Online, try Wikipedia and the encyclopedia at Bartleby and doubtless
Britannica, for more about the Junius Brutus family and the two related
conspirators.

Alan Jones

[3]-------------------------------------------------------------
From:           Cheryl Newton <
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 >
Date:           Wednesday, 26 Jan 2005 21:56:41 -0500
Subject: 16.0151 Who Was the Historical Decius Brutus?
Comment:        Re: SHK 16.0151 Who Was the Historical Decius Brutus?

 >I'm working on an online edition of Julius Caesar, and wonder if
 >Shakespeare could have known anything about Decius Brutus except what he
 >read in North's Plutarch.
 >
 >Sincerely,
 >Philip Weller

Hi.  You took me back a few decades.  In my sophomore year of high
school, I was intrigued that Shakespeare presented Marcus Brutus as a
tragic hero, & Dante put him in the lowest cicrle of hell.  For years I
pieced together bits about him. Shakespeare appears to be closer to the
mark.

I doubt that anything survives about Decimus, since the more famous
Marcus is little known.  (His step son wrote a book about him, referred
to by Plutarch, but long gone.)

The only thing I could find in my papers was a brief reference in The
Illustrated Columbia Encyclopedia, 3rd Edition, 1963:

     ~ A lesser member of the conspiracy was Decius Junius Brutus d. 43BC, a
partisan of Caesar against Pompey and a favorite of the dictator.  Caesar
gave him command in Gaul and appointed him to be his heir in case of
Octavian's death.  After Caesar's death, Brutus refused to surrender
Cisalpine Gaul. In 43BC Antony, to whom the Senate had assigned this
province, beseiged Brutus at Mutina (modern Modena).  He tried to escape &
was killed. ~

Very likely Shakespeare would have known about Decimus, probably more
that we know today.  His depiction of Marcus is almost straight out of
Plutarch, so he had access to original sources. Incidentally, young
Marcus was on Pompey's side during the civil war, so there was division
in the family.  Not surprising; I think Pompey killed Marcus's father.

Caesar's friendliness toward the entire Brutus family is said to have
stemmed from a long term & passionate affair with Servilia, Marcus's
mother.  Some sources even suggest Caesar was Marcus's true father.

Are you ready to share your online edition yet?  I look forward to it!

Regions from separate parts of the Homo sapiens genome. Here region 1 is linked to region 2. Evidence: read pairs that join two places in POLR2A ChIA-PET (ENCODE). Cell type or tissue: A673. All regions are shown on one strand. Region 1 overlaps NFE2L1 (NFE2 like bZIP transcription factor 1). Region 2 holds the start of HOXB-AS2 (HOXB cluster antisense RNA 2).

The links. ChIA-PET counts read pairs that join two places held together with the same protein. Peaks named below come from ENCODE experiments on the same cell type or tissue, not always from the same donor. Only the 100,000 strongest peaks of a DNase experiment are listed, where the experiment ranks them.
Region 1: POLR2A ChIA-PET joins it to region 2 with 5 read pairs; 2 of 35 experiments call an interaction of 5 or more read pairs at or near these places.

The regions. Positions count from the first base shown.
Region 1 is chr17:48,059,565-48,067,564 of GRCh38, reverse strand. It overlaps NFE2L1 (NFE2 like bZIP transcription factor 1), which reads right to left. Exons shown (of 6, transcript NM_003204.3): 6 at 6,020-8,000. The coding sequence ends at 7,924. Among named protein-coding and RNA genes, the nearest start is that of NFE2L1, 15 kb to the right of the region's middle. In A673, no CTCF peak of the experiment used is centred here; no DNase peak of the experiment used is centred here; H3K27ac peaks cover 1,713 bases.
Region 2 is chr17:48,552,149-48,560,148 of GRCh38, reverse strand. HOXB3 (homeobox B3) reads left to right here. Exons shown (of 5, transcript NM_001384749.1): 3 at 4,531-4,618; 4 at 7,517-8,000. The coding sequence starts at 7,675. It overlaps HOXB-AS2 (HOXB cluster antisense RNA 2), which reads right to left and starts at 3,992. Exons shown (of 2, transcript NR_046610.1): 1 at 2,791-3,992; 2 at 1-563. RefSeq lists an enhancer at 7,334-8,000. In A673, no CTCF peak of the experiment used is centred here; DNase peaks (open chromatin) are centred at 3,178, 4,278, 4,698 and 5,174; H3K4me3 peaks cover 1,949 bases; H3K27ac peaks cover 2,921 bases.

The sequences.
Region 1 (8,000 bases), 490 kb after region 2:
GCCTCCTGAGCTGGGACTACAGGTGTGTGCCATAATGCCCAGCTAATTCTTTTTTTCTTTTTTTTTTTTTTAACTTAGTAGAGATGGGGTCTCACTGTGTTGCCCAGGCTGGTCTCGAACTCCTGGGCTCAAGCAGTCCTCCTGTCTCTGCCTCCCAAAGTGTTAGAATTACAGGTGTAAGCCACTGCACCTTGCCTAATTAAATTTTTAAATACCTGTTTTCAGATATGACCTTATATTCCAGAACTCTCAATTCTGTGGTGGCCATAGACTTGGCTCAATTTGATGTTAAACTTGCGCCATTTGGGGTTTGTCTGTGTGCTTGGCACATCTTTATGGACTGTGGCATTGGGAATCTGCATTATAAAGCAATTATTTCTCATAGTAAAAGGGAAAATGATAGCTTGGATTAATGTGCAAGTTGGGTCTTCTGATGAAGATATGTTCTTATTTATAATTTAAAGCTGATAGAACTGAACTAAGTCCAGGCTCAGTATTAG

I think this play is one that is too much ignored except at a high
school level.

Cheryl

[4]-------------------------------------------------------------
From:           John Ramsay <
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 >
Date:           Thursday, 27 Jan 2005 03:37:12 -0500
Subject: 16.0151 Who Was the Historical Decius Brutus?
Comment:        Re: SHK 16.0151 Who Was the Historical Decius Brutus?

Philip Weller <
 This e-mail address is being protected from spambots. You need JavaScript enabled to view it
 >

 >I'm working on an online edition of Julius Caesar, and wonder if
 >Shakespeare could have known anything about Decius Brutus except what he
 >read in North's Plutarch.
 >
 >Also, I've Googled and Yahooed, but can't find anything about the
 >historical Decius Brutus, so I'm hoping that someone on the list could
 >refer me to a book that would provide some information about this
 >person, especially why he shares a name with Marcus Brutus.
 >
 >Sincerely,
 >Philip Weller Shakespeare Navigators http://www.clicknotes.com

I did a followup on the conspirators year ago.

Only sources the local library had were 'The Oxford Classical
Dictionary' and the 'Cambridge Ancient History.'

(They're not in the library anymore.)

What I recall was that his actual name was Decimus Brutus.

Don't know why WS shortened the name but no doubt there will be a flood
of reasons given by Shaksper list members -:)

Also D. Brutus was loyal to Caesar until Caesar rewarded his loyalty by
seducing D. Brutus' wife.

And a web search for Decimus Brutus rather than Decius will yield results.

John Ramsay